The game "really pushes the limits of what is possible on the Web across browsers and devices," said Justin Garrett, Microsoft senior product manager for Internet Explorer.
Until now, Ubisoft only offered Assassin's Creed Pirates for smart phones and tablets; this is the first appearance of the game for the Web.
Work on this game could pave the way for Ubisoft to more closely bridge the Web and mobile versions of its games, wrote Ubisoft studio manager François Bodson in an email interview.
The Web edition of Assassin's Creed Pirates, released Monday, allows the user to captain a pirate ship through the Caribbean seas, while avoiding mines. It doesn't offer the ability to shoot other pirate ships, though it does come with controls to adjust the ship's direction, speed and weather patterns in the game.
While there is no shortage of Web games, Assassin's Creed Pirates has a number of advances, Garret said. It is one of the first games on the Web with a responsive design, he said, referring to how game scenery flows into the browser no matter the size of the window.
Nor is this game a simple side-scroller; players guide their ships forward, over a 3D ocean. The game can be easily played with touch-sensitive devices, though it also has keyboard and mouse controls for non-touch computers. It works on all browsers (though it does not run on Apple iPhones or iPads).
Though Babylon.js operates as a game engine, it could be used for other forms of immersive three-dimensional Web applications as well, Garrett noted.
Ubisoft had created versions of the popular Assassin's Creed series of adventure games for a wide variety of platforms, including the Sony PlayStation, Microsoft Xbox 360, Microsoft Windows and the Apple Macintosh. Creating a browser-based version of the game would be a challenge, in that, at least traditionally, browsers haven't offered the responsiveness of a desktop application.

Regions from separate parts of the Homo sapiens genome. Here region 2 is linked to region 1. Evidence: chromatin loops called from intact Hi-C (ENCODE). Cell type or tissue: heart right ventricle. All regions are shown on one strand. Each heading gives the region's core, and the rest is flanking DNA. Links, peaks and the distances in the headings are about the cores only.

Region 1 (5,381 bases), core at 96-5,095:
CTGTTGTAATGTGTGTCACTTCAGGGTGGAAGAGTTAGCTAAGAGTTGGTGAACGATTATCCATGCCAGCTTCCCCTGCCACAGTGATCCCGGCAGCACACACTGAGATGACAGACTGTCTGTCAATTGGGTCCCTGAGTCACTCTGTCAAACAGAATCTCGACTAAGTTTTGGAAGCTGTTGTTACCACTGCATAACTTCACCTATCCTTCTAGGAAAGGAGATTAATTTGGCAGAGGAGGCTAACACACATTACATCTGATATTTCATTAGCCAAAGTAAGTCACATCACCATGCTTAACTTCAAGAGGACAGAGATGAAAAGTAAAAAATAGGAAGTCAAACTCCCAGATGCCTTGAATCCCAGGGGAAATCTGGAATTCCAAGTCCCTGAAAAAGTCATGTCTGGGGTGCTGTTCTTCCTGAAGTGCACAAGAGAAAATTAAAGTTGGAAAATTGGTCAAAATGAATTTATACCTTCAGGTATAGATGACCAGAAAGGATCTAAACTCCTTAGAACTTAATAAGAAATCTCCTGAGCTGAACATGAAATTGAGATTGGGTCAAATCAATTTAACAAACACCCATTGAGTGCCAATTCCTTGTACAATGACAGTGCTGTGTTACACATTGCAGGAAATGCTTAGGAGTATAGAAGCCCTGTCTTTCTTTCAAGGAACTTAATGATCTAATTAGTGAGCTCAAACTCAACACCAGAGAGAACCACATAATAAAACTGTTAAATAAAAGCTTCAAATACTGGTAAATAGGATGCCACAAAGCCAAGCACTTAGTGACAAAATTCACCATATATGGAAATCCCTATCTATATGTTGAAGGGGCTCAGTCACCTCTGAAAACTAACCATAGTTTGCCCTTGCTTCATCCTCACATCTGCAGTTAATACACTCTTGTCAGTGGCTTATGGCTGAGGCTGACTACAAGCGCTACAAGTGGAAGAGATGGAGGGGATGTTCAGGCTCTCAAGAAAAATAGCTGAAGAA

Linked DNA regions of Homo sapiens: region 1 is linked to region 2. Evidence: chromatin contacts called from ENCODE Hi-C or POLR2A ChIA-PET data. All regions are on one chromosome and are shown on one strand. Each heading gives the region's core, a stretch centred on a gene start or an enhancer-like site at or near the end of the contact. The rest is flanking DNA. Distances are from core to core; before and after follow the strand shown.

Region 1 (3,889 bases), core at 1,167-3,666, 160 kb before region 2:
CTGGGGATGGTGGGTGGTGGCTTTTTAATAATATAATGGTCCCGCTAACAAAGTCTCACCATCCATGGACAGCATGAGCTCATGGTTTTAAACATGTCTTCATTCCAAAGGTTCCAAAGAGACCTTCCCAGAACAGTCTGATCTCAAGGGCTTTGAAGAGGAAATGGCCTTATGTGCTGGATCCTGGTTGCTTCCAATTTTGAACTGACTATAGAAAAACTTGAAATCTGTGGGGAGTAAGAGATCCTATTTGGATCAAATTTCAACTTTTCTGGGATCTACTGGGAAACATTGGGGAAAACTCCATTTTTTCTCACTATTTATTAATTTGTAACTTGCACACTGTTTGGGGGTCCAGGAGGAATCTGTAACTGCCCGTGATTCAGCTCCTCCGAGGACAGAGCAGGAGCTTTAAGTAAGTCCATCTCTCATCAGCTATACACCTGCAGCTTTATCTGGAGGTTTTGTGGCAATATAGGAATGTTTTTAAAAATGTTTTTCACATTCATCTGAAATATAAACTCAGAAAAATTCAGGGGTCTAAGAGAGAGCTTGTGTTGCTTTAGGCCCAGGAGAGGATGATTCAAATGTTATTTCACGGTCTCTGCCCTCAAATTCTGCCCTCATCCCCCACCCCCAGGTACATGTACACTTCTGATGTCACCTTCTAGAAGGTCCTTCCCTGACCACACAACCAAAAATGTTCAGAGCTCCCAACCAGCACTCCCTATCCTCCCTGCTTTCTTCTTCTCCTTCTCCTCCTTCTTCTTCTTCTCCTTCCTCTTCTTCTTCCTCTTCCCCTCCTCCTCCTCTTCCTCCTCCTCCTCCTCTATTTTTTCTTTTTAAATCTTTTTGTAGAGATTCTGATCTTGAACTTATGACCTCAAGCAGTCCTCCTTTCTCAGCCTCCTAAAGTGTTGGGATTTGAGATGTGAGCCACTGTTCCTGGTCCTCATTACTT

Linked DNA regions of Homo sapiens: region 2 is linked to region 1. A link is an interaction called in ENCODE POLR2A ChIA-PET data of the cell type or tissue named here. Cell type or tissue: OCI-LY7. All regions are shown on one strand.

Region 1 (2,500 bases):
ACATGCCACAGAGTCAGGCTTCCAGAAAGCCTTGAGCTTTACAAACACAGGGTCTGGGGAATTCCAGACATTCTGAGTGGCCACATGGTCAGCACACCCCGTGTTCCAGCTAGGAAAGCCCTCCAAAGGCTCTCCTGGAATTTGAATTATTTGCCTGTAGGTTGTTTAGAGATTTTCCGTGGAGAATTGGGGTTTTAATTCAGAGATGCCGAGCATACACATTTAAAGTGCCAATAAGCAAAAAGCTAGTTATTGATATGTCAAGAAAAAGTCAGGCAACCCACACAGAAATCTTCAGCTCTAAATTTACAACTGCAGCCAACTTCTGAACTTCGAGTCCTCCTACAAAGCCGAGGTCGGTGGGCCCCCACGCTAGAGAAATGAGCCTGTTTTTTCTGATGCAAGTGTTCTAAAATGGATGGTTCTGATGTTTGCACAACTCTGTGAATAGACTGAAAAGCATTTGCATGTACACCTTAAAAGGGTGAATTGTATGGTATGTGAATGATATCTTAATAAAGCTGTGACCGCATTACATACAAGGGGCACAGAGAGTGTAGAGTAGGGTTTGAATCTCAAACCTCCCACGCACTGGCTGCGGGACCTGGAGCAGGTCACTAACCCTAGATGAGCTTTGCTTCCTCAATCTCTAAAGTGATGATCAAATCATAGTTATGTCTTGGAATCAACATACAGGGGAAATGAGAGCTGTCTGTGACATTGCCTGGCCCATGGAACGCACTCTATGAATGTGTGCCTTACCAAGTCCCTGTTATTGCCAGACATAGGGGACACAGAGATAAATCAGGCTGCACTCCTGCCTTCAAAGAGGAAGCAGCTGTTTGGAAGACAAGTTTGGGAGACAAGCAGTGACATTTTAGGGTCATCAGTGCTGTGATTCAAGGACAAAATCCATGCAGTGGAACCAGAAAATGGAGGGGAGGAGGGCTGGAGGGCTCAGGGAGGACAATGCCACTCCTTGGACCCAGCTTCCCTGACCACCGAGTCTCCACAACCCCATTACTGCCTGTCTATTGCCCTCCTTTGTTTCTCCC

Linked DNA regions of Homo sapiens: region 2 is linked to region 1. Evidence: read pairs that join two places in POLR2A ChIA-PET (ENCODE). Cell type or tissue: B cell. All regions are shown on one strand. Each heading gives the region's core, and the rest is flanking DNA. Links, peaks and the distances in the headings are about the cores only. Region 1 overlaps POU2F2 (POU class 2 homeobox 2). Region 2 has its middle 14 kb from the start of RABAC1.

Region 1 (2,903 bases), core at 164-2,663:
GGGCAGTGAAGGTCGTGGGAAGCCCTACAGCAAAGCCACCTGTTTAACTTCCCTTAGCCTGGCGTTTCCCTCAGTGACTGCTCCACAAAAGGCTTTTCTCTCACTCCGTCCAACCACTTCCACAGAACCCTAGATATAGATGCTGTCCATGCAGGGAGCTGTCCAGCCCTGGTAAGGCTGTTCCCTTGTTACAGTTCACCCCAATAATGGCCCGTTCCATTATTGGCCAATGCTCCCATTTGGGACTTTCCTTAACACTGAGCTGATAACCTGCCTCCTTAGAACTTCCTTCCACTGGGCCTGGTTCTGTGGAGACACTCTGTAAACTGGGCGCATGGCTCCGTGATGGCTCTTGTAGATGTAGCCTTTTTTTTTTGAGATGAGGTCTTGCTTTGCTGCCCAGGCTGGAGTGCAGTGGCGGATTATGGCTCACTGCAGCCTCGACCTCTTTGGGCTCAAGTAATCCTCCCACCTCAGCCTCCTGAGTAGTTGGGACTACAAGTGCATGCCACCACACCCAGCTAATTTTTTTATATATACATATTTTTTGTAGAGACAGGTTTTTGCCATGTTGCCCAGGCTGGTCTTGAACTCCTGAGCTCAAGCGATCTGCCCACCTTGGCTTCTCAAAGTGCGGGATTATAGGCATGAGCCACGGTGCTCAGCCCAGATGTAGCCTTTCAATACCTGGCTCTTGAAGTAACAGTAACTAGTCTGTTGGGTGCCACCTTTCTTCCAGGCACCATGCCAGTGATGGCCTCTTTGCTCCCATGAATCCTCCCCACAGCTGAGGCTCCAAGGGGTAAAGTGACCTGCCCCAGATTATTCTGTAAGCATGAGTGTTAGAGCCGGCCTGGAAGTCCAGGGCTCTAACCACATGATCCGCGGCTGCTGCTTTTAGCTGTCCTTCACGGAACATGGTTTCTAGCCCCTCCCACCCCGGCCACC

To produce an acceptable Web version of the game, Ubisoft needed the browser to produce a steady 60 frames per second. The development team used a two-year old GPU as a benchmark, to approximate the average game user's computer.
That the Babylon.js was well optimized, through TypeScript, helped keep memory and processor usage in an acceptable range, wrote Christian Nasr, a Ubisoft programmer on the project, in an email. Because the library was open source Ubisoft was able to add features into its game that weren't offered by Babylon.js itself.
WebGL helped as well in that it allowed the game to access GPU hardware acceleration, allowing the team to make some "awesome shaders," Nasr wrote. Shaders provide the depth and texture of colors being rendered on-screen.
The chief challenge, however, was keeping the size of the game file as compact as possible, so it can be downloaded within a tolerable period of time. "You have to minimize file size while keeping the best quality. That was a real challenge," Nasr wrote.
Overall, Babylon.js provided the experience of "a very straightforward [game] engine," Nasr wrote.
Join the CIO New Zealand group on LinkedIn. The group is open to CIOs, IT Directors, COOs, CTOs and senior IT managers.